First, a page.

Facebook founder Mark Zuckerberg visits Del. to talk natural disaster response

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Zuckerberg visits with Del. government officials. Tamala Edwards reports during Action News at 4:30 a.m. on September 26, 2017. (WPVI)

Facebook founder Mark Zuckerberg stopped in Delaware for an important talk on disaster response.

He posted a photo from the Delaware Emergency Management Agency.

Zuckerberg talked about Facebook's ability to help keep communities safe in times of crisis and brainstormed on how to coordinate better with government officials on this effort.

In his post on Monday night, he wrote:

"I spent today in Delaware discussing emergency response for natural disasters like the hurricanes, floods, and earthquakes we've seen recently.

Disaster response is an area where Facebook is in a unique position to help keep our community safe. We've built three important tools that are used widely in disasters:

1. Safety Check. This asks people in a disaster area if they're safe, and then notifies their friends and family immediately. When someone you care about is potentially in danger, the first thing you want to know is that they're safe. This uses our location data and network to do this. In the last few years, it has notified people more than 2 billion times that people they care about are safe.

2. Community Help. This matches volunteers who can supply food, shelter, or other resources with people in a disaster area who need help. We just launched this and we'll add more ways for people to volunteer and help over time.

3. Fundraising Tools. This enables anyone on Facebook to raise money for non-profits simply by posting and tagging organizations. After Hurricane Harvey, members of our community raised more than $17 million for relief on Facebook. That's one of the fundraising efforts for relief in history.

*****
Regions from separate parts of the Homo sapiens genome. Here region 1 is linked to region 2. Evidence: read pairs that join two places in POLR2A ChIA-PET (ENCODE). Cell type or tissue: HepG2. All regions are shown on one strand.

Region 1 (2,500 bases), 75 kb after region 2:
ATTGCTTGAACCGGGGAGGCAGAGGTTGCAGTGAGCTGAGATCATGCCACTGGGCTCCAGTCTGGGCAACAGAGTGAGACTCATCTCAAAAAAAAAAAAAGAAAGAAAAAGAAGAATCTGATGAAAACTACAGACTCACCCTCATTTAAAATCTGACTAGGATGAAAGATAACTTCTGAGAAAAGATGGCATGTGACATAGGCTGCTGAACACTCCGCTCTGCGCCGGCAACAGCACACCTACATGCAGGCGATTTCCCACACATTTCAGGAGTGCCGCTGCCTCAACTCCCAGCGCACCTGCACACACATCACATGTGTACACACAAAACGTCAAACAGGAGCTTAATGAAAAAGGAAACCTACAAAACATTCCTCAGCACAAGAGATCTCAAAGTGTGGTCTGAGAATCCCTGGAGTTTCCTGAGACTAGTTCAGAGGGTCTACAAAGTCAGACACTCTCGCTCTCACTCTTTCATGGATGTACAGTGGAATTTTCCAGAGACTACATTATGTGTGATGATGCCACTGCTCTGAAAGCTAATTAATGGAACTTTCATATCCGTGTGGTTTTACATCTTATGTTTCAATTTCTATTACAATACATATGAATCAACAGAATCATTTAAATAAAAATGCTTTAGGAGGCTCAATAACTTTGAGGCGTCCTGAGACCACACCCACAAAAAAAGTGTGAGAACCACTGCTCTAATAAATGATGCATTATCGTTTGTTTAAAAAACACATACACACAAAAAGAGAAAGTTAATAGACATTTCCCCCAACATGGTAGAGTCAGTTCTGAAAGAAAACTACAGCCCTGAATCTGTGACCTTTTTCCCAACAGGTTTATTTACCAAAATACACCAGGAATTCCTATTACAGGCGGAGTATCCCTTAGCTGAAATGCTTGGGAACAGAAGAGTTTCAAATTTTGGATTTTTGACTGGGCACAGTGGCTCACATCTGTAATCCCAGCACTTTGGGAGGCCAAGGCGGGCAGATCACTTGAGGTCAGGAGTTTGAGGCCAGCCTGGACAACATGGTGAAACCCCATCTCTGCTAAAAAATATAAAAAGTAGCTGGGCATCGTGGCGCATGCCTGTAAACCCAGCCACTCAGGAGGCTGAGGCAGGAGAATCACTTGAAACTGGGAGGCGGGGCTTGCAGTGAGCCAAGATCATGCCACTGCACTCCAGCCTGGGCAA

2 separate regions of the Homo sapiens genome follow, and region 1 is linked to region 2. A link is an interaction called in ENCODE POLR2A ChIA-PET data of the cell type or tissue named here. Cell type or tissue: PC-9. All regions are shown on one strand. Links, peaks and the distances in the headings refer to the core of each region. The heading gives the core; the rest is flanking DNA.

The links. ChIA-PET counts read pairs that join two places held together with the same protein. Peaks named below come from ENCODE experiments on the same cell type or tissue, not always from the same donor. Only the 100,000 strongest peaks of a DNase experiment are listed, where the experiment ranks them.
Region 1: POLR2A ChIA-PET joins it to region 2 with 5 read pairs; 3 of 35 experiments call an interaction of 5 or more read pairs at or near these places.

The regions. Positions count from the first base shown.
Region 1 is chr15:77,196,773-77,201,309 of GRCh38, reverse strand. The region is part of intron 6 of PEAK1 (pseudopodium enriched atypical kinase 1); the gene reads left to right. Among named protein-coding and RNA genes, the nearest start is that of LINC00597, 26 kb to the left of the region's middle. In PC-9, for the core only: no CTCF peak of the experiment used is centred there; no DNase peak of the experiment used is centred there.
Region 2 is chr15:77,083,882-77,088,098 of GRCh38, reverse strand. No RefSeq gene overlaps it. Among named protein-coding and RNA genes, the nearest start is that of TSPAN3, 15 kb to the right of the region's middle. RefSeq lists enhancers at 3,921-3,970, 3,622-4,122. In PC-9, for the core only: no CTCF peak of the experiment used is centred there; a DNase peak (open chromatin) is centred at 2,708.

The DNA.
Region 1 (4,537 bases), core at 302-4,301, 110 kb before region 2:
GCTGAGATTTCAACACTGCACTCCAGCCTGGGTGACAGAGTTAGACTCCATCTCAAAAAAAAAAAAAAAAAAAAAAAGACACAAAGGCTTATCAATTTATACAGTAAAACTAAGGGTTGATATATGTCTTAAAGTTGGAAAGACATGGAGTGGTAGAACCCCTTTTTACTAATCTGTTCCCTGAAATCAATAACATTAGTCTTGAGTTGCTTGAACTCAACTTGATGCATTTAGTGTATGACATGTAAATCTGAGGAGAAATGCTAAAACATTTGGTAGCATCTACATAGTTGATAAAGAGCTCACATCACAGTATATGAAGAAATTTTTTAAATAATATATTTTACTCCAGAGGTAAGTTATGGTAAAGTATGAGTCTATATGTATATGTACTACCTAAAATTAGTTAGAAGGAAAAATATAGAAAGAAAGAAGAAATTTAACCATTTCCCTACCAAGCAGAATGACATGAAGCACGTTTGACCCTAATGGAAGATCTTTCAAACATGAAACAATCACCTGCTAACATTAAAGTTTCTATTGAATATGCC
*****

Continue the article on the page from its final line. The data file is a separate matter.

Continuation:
On this trip, I stopped by the Delaware Emergency Management Agency (DEMA) HQ and discussed ways we could coordinate better with Governor Carney and members of their team.

I also met with academics studying disaster response and leaders of local non-profits. They shared interesting research around how regular members of communities often have more capacity to provide relief efforts than the formal relief organizations.

For example, they told me about the Cajun Navy -- an informal group from the Louisiana Bayous who got on their motor boats after Harvey flooded Houston and started rescuing people in the flooded streets of Houston. They told me how after 9/11 in New York City, a makeshift armada of civilian boats -- motor boats, dinner cruise ships, yachts, etc -- helped people get off Manhattan and in many cases get back home to New Jersey or other places.

These stories make it clear there's even more we can do to help our community work together in disasters to keep us all safe. This is historically work that only governments and non-profits would do, but we're in a new world and there is an important role for internet communities to help here too."

While he was in the area, Zuckerberg did what most tourists would do - stopped for a cheesesteak.

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